Asafjahi Dynasty

Andhra Pradesh- Ashafjahi Dynasty

Asaf Jahi Dynasty and seven generations of the family ruled the Deccan for 224 years upto 1948. During this period several buildings of archaeological and public importance were built. Notable among them are: Purani Haveli, Chow Mahalla Palace, Osmania University, Jubilee Hall, Assembly Building, Asifia Library, Osmania Hospital, High Court, and all the buildings in the Public Garden.

The founder of this dynasty was one Mir Kamaruddin, a noble and a courtier of the Mughal Muhammad Shah, who negotiated for a peace treaty with Nadirshah, the Iranian invader; got disgusted with the intrigues that prevailed in Delhi. He was on his way back to the Deccan, where, earlier he was a Subedar. But he had to confront Mubariz Khan, as a result of a plot by the Mughal emperor to kill the former. Mubariz Khan failed in his attempt and he was himself slain. This took place in A.D.1724, and henceforth Mir Kamaruddin, who assumed the title of Nizam-ul-Mulk, conducted himself as an independent prince. Earlier, while he was one of the Ministers of the Mughal emperor Muhammad Shah, the latter conferred on him the title of Asaf Jah. Thus begins the Asaf Jahi rule over Golconda with the capital at Aurangabad  but later moved to Hyderabad, which became the capital of the Asaf Jahi dynasty.

Asaf Jah ruled wisely and established an independent state in the Deccan. He was one of the ablest statesmen. However, his death at Burhanpur on 21st May 1748 at the age of 78, was followed by a struggle for the throne. By this time, foreign powers were spreading their tentacles. Asaf Jah’s second son Nasir Jung was supported by the British whereas Muzafar Jung, grandson of Asaf Jah, was supported by the French. Nasir Jung succeeded; but after a brief rule he was slain in 1750 in an encounter with the French troops at Arcot. Thereupon, Muzafar Jung ascended the throne. In the following year he was murdered and his son Salabath Jung was put on the throne. In 1762 Salabeth Jung was dethroned by his brother Nizam Ali Khan, and confined at Bidar where he died in 1793

Nizam Ali Khan ascended the throne in 1763 and he ruled Hyderabad for almost forty years. This was one of the eventful periods in the history of India. Foremost among competitors for supremacy in the Deccan were the Marhattas and it was during this period that the famous French adventurer Monsieur Raymond was employed by Nizam Ali Khan.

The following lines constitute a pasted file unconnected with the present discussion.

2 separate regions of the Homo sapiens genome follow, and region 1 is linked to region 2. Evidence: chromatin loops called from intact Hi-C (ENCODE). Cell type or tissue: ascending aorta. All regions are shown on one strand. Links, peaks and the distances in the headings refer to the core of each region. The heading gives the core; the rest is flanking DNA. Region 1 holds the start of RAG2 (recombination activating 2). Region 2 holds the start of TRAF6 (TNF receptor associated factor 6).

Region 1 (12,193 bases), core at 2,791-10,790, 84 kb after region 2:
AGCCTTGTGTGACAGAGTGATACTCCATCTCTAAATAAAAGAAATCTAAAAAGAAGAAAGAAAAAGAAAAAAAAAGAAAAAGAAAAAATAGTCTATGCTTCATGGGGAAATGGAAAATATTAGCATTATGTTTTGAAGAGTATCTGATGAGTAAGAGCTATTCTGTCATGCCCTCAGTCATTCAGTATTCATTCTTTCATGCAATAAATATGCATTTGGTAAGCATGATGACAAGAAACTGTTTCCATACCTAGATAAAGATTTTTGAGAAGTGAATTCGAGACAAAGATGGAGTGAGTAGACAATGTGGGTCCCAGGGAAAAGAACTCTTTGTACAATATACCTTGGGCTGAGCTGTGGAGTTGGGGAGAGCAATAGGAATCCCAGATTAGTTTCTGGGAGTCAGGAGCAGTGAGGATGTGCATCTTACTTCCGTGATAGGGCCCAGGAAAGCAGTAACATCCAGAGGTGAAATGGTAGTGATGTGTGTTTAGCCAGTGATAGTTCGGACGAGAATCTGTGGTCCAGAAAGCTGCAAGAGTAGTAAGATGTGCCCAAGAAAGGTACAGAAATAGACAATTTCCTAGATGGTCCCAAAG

Between A.D.1766 and A.D.1800, Nizam’s sovereignty had declined considerably and the British gained their authority over the Nizams by compelling the latter to sign six treaties.
In A.D.1766, the Nizam signed a treaty with the British, whereby in return for the Northern Circars, the British agreed to furnish Nizam Ali Khan with a subsidiary force as and when required and to pay Rs.9 lakhs per annum when the assistance of the troops was not required in lieu of Northern Circars to be ceded to them. In A.D.1768 he signed another treaty conferring the Northern Circars to the British and the payment by the British was reduced to Rs.7 lakhs. According to another treaty, he surrendered the Guntur circar in A.D.1788. In A.D.1779, the Nizam conspired with Hyder Ali of Mysore and the Peshwa of the Marathas to drive away the English. When they learnt about his designs, the English marched against the Nizam who had to sue for peace agreeing to the presence of an English Resident along with army, artillery and cavalry at Hyderabad

Through another treaty, the Nizam was compelled to disassociate himself from Hyder Ali. In A.D.1800 yet another treaty was signed by the Nizam with the British altering the earlier treaties to increase the strength of the English army in Hyderabad. In lieu of the cost of maintenance of the force, the Nizam had to cede to the company an area comprising the districts of Rayalaseema and Bellary (now in Karnataka). With this the Nizam lost not only the territory but also reputation and power.